City partners with Kingston Indigenous Languages Nest to offer space for learning

The City of Kingston is partnering with the Kingston Indigenous Languages Nest (KILN) to support community members rebuilding their connections to culture and learning to speak Indigenous languages, including Kanyen’kéha (Mohawk), Anishinaabemowin (Ojibway) and Nêhiyawak (Cree).

“Learning our languages, through song, conversation, and land-based traditions, is an essential part of language revitalization and reclaiming our cultures,” says KILN’s Liv Rondeau.

She notes that KILN is already planning next steps to set down roots for language and land-based cultural programming out of the City-owned building at 610 Montreal St., which is close to downtown and on a Kingston Transit Express Route.

KILN’s new space is one of a number of City efforts to support Indigenous programming, cultural gatherings and ceremonies through increased access to City spaces and is not meant to be a large community gathering space, friendship or cultural centre. Community-based discussions on how to continue to build capacity and move forward toward an Indigenous-Operated Cultural Centre continue with support from the City.

“This new partnership with KILN is just one step of many on the shared path to reconciliation with Indigenous peoples. Supporting language learning, Indigenous cultural revitalization and community connections are ways we can work together to build meaningful and healing relationships,” says Mayor Bryan Paterson.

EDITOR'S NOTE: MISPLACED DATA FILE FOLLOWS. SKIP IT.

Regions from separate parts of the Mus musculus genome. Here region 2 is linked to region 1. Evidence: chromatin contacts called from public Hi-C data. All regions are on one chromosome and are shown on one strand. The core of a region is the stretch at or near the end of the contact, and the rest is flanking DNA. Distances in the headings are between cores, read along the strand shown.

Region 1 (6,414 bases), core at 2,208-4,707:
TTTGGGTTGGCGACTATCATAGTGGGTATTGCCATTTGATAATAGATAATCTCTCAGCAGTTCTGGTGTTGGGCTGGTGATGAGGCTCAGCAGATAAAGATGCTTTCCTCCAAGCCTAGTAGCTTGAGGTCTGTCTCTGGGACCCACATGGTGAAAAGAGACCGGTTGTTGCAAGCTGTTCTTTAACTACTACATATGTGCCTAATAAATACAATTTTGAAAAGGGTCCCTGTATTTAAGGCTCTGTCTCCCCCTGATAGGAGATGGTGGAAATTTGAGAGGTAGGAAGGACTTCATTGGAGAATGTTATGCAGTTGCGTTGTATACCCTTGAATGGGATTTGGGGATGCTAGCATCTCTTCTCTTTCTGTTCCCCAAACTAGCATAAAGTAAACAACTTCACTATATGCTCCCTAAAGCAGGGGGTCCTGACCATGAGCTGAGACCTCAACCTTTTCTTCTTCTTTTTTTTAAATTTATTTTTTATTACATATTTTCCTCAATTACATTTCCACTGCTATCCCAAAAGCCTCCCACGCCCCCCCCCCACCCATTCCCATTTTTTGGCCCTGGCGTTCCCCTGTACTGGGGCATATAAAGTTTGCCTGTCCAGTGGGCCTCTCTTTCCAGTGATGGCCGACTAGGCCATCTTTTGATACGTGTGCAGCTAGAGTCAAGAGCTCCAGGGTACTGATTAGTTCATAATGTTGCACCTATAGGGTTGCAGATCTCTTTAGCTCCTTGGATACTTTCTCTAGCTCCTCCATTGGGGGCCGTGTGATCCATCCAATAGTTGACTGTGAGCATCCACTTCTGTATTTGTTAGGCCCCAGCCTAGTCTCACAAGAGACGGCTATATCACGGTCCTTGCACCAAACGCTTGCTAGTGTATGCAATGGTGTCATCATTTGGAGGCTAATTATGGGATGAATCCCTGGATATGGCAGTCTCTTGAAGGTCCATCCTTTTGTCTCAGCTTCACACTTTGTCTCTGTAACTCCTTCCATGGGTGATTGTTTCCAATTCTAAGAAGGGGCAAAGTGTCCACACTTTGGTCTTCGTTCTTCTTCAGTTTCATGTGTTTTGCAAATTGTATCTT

Council approved moving forward with a Service Level Agreement that will provide operational funding to KILN to support Indigenous language learning as well as the use of the building at 610 Montreal St. as a base for KILN’s programming. These agreements were part of a series of efforts related to reconciliation and consultations with Indigenous communities outlined in a Report to Council. Report Number 21-215 also includes next steps regarding the local observance of Sept. 30 as the National Day for Truth and Reconciliation and the consultation about the relocation of the statue of Sir John A. Macdonald removed from City Park earlier this year.

Fostering healthy citizens and vibrant spaces is one of Council’s priorities for its 2019-22 term.

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  • Dinah Jansen
    published this page in News 2021-09-08 09:53:54 -0400